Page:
Before Linda Kay Klein had a routine X-ray at the age of 23, she insisted the nurse gave her a pregnancy test so she would be “better safe than sorry.” It was one of many such tests Klein had undergone over the previous few years because of her fear of having a baby out of wedlock.
Never mind that she was still a virgin.
“I would feel so much tension and anxiety taking the tests,” Klein told The Post. “Deep down, I knew the result would be negative, but I wanted to be sure.”
The excruciating worry was driven by her years growing up as an Evangelical in the Midwest in the late 1980s and early 1990s — and by the purity movement that continues to this day. The first virginity-pledge program, True Love Waits, was started in 1993 by the Southern Baptist Convention and now claims more than 2.5 million pledgers worldwide. Hundreds of thousands of American teens have formally pledged to save themselves for marriage: attending purity balls where they often wear white dresses and are symbolically given to Jesus by their fathers, even accepting rings as vows of their sworn chastity. Although the culture largely consists of girls, boys do take part, including pop-star siblings Nick and Joe Jonas when they were younger.
Now 39 and living in Manhattan, Klein has written “Pure: Inside the Evangelical Movement that Shamed a Generation of Young Women and How I Broke Free” (Touchstone, out now). Part memoir, part cultural commentary, it chronicles her complex relationship with religion and sex.
“The good girl/bad girl thing is our default way of thinking,” Klein said. “I want to draw attention to the dangers of sexual shaming and purity teachings.”
The writer, who works as a consultant in the nonprofit sector, became a born-again Christian at the age of 13, following in the footsteps of her mother. Klein signed her so-called “purity pledge” at a regional youth gathering in her native Wisconsin two years later, in 1994.
Growing up, she’d been told by pastors and church teachers that she was a “stumbling block” of temptation for boys and men. This was largely presented as her problem, not theirs: It was made clear that she would be cast as a Jezebel — with her character corrupted — if she had sex before marriage.
The message traumatized Klein and many of her peers, sparking fear, anxiety and, in the extreme case of one woman interviewed for the book, the symptoms of anaphylactic shock when she first had sex. (The woman started wheezing and breaking out in welts and wound up in the ER.)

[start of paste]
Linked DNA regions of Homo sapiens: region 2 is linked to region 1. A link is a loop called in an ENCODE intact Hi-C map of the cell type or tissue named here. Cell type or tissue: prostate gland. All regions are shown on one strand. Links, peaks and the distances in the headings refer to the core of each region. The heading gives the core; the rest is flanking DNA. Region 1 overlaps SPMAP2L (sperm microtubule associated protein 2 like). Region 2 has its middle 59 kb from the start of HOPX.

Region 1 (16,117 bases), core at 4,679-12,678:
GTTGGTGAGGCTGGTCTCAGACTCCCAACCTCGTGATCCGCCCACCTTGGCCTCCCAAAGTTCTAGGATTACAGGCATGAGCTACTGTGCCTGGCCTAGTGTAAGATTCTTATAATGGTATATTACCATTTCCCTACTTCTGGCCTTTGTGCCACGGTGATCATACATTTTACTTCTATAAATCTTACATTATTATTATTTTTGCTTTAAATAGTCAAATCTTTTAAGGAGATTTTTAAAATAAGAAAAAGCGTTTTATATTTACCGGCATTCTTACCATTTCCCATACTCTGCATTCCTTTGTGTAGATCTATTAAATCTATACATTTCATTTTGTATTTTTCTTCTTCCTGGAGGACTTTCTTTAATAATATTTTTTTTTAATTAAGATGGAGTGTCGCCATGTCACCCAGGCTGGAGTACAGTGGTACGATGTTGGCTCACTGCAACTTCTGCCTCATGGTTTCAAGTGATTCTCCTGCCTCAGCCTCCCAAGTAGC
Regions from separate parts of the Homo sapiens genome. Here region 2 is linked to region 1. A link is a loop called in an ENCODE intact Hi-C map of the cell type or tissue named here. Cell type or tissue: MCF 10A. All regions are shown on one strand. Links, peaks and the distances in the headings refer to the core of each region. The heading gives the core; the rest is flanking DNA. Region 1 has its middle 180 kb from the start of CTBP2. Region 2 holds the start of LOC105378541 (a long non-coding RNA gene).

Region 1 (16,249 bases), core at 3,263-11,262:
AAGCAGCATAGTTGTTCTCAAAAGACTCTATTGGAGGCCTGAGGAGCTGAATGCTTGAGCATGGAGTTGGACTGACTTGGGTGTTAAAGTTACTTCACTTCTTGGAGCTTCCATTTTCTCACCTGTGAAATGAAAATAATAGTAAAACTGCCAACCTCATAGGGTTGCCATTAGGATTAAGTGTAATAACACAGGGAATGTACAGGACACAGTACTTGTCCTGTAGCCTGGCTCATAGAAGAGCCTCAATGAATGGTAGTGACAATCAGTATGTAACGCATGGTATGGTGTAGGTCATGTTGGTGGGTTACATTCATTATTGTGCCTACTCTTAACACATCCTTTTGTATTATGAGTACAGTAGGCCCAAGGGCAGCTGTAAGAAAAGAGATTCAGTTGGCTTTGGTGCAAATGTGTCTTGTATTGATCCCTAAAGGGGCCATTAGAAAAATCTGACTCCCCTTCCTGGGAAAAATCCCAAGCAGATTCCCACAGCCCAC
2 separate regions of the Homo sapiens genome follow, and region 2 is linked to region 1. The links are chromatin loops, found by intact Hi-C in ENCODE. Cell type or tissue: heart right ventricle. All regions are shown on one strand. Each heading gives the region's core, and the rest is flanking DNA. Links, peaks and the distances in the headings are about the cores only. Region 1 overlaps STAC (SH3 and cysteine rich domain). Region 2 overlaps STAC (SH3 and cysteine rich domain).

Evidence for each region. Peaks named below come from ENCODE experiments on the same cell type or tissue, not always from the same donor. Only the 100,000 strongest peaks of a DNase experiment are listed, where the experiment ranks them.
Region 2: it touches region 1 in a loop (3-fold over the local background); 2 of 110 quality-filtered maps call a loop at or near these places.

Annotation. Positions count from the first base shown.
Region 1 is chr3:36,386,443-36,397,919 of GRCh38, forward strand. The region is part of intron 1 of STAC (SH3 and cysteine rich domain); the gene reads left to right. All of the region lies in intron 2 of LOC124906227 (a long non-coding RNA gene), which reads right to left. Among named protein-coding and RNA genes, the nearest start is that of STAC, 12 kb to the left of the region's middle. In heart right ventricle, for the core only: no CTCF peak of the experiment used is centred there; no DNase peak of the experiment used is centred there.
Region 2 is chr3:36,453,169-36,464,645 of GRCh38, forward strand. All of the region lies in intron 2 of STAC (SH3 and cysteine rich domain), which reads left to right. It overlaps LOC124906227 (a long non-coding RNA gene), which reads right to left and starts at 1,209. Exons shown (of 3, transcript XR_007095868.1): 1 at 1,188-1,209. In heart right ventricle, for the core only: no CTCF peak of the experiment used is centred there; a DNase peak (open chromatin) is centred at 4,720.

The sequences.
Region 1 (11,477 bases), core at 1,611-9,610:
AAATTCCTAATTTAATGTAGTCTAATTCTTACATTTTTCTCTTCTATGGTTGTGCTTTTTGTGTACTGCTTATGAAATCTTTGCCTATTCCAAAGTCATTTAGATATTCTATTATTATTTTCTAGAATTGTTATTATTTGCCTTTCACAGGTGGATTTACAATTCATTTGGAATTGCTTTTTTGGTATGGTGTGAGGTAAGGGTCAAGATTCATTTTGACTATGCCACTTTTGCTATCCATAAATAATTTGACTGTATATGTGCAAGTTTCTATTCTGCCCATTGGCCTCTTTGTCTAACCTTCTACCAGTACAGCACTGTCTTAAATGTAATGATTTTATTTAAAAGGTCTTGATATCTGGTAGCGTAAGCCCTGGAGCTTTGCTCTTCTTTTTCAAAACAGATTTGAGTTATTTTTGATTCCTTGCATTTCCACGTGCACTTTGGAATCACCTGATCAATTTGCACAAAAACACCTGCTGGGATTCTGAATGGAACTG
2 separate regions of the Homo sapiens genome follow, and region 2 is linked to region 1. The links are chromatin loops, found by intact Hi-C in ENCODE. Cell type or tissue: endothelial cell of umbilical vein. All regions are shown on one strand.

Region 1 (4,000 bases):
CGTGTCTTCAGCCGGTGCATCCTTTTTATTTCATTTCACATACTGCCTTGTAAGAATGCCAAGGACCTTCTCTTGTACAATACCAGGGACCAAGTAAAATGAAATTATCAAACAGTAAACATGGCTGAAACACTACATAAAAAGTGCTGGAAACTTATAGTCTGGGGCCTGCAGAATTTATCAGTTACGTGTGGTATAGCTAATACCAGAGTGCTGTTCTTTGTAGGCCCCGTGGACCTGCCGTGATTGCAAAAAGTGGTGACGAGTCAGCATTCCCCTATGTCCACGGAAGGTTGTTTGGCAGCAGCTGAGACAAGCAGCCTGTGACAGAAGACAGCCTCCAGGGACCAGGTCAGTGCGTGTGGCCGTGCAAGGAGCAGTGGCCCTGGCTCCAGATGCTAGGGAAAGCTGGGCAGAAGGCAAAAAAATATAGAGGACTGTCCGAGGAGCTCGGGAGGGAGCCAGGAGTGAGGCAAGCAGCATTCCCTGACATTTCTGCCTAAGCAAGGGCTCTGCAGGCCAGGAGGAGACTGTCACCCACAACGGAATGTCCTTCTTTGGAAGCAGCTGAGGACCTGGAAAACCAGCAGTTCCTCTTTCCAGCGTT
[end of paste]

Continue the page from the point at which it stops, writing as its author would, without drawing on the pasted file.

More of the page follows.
For Klein, the terror was enough that she broke up with her high-school boyfriend at the age of 16 because she was convinced it was God’s will.
“We’d French kiss and every sexual nodule of my body would go off,” she recalled of the ill-fated three-month relationship. “But every shame module in my body was alive, too, because I had been trained [by the church] to feel like that.
“I would beg God to be the refiner’s fire and tear us down so that our sinful desires burnt to a crisp,” recalled Klein. “I wanted Him to remake us into something more holy and pure and some day I could be with [my boyfriend] again.”
These issues continued into her 20s when, still a virgin, she attended Sarah Lawrence College and, later, New York University. By then, she had turned her back on Evangelism after beginning to doubt aspects of its theology — and after a youth pastor at her old church was convicted of the sexual enticement of a 12-year-old girl.
At age 22, she’d been dating a man for three years without having had penetrative sex. She recalls how she would curl up into a ball of anxiety and cry uncontrollably while lying naked in bed with him. Often, she would break out in patches of eczema that she’d scratch until her skin bled.
“The fictions I had learned in church haunted me,” said Klein, who was on birth-control pills at the time. “I thought if you were in a hot tub and someone ejaculated, [sperm] would somehow get over to you. Sex created such a sense of shame that not only could I not have [it], I had nightmares and constant nagging thoughts of how far we had gone sexually.”
The cycle came to an end in her mid-20s after she decided to discuss the damage that the purity ethic had done with female friends back in the Midwest, who admitted they struggled with similar issues.
“I realized . . . the problem wasn’t with me,” Klein said.
She lost her virginity at the age of 26 to a man with whom she’d been in a long-distance romance for about a year.
“The sex wasn’t traumatic, it was quite beautiful because I’d learned, by that point, to separate sexuality from spirituality,” she said. “It felt like a holy experience — as if God was in the room with us.”
Now wed for four years (to a different man), Klein, who is still a Christian, is “very grateful not to have brought any sexual shame into her marriage.”
As the stepmother of a 17-year-old girl, she hopes her book will help other women who have experienced the shame she did.
“The shame we are creating in our culture is not about bashfulness and shyness,” she said. “It is equated with worthlessness and isolation.”
She has launched a nonprofit, Break Free Together, which guides people of all ages on issues of spirituality and sexuality.